Why does ln(1/3) = -ln(3)? Is it because (1/3)^-1=3? And then you just put the -1 at the front? If this even makes sense... Thank you in advance.
Yes that's exactly the reason. One of the rules of logarithms states $\displaystyle \displaystyle \begin{align*} \log{\left(m^p\right)} = p\log{m} \end{align*}$, so
$\displaystyle \displaystyle \begin{align*} \ln{\left(\frac{1}{3}\right)} &= \ln{\left(3^{-1}\right)} \\ &= -1\ln{(3)} \\ &= -\ln{(3)} \end{align*}$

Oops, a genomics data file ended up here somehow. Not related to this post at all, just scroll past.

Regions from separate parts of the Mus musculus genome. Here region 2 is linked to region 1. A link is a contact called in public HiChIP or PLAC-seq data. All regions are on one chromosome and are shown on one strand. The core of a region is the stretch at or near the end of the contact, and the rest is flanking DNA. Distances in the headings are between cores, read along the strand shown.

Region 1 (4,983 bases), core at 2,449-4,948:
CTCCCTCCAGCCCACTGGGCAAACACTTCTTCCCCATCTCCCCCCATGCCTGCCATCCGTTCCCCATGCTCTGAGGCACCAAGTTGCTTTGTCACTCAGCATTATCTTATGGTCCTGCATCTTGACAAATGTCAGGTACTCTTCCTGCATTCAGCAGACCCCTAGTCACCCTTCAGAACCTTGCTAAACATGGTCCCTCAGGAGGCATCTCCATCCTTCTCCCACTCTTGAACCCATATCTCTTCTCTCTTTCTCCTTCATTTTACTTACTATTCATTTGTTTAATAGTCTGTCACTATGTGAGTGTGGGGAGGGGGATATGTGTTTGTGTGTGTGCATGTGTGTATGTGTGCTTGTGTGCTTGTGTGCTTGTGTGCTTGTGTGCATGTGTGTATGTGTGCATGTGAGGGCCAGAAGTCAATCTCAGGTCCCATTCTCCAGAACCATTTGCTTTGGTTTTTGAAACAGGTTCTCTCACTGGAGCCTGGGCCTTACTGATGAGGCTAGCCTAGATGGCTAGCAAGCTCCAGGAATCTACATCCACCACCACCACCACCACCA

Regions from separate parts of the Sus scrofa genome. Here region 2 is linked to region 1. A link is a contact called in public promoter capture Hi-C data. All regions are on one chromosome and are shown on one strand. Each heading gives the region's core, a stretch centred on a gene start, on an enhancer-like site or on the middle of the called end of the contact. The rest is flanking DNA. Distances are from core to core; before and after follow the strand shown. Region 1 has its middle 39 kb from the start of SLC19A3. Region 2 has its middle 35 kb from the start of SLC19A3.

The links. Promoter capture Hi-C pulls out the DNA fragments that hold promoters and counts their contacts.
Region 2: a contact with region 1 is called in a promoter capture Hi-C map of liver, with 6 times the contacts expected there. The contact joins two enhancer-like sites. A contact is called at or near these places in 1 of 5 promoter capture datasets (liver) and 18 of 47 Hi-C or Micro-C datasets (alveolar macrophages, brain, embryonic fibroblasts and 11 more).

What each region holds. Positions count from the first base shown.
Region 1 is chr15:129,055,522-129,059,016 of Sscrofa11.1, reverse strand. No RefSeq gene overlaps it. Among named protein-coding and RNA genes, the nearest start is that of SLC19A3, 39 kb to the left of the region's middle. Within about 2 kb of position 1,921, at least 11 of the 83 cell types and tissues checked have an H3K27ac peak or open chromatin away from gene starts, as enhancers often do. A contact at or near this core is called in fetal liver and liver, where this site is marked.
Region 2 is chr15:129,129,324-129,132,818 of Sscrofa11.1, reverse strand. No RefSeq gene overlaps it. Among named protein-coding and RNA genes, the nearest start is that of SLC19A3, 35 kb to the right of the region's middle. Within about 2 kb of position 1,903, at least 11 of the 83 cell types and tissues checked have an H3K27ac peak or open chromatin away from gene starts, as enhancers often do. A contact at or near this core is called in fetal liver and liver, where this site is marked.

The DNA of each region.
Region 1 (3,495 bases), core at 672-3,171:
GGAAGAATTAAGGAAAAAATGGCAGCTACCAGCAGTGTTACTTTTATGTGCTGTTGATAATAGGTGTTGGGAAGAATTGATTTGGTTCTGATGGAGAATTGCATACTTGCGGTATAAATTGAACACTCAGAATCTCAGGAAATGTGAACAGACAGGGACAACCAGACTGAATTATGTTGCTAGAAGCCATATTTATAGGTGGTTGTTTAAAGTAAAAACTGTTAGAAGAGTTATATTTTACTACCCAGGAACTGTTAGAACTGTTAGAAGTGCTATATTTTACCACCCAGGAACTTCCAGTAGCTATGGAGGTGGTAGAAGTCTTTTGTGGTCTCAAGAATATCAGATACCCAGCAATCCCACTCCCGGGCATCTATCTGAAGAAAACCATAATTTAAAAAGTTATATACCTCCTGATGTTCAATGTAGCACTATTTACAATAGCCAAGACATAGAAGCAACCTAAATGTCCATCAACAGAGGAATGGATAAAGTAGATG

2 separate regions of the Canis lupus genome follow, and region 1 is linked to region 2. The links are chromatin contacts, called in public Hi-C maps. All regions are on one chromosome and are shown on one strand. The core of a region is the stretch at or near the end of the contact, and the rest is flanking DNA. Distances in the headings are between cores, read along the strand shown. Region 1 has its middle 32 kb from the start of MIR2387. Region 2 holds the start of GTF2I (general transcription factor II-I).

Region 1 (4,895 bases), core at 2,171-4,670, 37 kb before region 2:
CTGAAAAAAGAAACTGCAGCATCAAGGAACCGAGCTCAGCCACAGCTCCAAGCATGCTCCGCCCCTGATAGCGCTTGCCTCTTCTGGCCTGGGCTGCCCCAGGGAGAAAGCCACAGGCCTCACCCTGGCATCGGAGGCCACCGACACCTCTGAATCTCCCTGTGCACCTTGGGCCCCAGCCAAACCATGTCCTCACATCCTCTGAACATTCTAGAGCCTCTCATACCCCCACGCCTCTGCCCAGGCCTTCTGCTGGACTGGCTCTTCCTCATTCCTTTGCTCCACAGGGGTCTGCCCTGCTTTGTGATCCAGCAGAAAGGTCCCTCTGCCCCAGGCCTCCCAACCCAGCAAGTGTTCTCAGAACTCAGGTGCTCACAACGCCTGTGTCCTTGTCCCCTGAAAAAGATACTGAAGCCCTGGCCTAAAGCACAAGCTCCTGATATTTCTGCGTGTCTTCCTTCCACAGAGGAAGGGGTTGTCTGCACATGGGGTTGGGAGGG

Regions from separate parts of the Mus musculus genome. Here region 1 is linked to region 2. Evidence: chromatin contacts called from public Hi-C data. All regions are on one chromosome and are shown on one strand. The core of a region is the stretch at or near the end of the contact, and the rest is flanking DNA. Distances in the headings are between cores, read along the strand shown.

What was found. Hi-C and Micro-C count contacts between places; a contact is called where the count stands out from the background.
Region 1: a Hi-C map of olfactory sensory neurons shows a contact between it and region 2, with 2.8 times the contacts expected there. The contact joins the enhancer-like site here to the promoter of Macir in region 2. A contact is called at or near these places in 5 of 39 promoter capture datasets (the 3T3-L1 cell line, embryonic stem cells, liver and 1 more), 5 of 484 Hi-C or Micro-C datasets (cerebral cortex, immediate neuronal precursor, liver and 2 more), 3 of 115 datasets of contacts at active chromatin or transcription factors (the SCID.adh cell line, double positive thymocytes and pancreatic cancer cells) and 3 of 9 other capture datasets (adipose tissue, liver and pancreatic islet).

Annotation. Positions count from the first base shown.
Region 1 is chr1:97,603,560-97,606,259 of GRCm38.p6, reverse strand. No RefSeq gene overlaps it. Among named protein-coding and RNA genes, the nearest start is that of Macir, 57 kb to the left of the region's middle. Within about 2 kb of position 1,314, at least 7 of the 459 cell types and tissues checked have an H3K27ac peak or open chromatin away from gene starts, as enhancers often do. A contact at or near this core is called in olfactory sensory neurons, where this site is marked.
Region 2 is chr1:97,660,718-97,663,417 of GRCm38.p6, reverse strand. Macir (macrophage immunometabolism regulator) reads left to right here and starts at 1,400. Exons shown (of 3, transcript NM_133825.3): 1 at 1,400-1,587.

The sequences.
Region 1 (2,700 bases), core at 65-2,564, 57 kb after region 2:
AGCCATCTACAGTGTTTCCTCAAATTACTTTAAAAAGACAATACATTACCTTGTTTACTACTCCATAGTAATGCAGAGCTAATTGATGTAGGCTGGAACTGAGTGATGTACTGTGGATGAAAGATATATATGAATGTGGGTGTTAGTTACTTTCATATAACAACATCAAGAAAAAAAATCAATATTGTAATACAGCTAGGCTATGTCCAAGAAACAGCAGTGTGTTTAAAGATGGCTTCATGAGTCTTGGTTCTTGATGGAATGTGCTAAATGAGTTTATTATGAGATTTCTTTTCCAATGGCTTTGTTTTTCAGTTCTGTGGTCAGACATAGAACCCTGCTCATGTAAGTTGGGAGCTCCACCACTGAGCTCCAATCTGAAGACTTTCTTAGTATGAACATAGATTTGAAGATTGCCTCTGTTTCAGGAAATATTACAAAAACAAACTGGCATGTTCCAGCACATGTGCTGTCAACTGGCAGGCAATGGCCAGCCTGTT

You can show that ln(1/3) = -ln(3) in a couple of ways:
1. As you noted, 1/3 = 3^(-1). Since ln(a^b) = b ln(a), if you let a = 3 and b = -1 you get ln(3^-1) = -1 ln(3)
2. Recall that ln(a/b) = ln(a) - ln(b). If you let a = 1 and b = 3 you get ln(1/3) = ln(1)-ln(3) = 0-3 = -3
Hope this helps.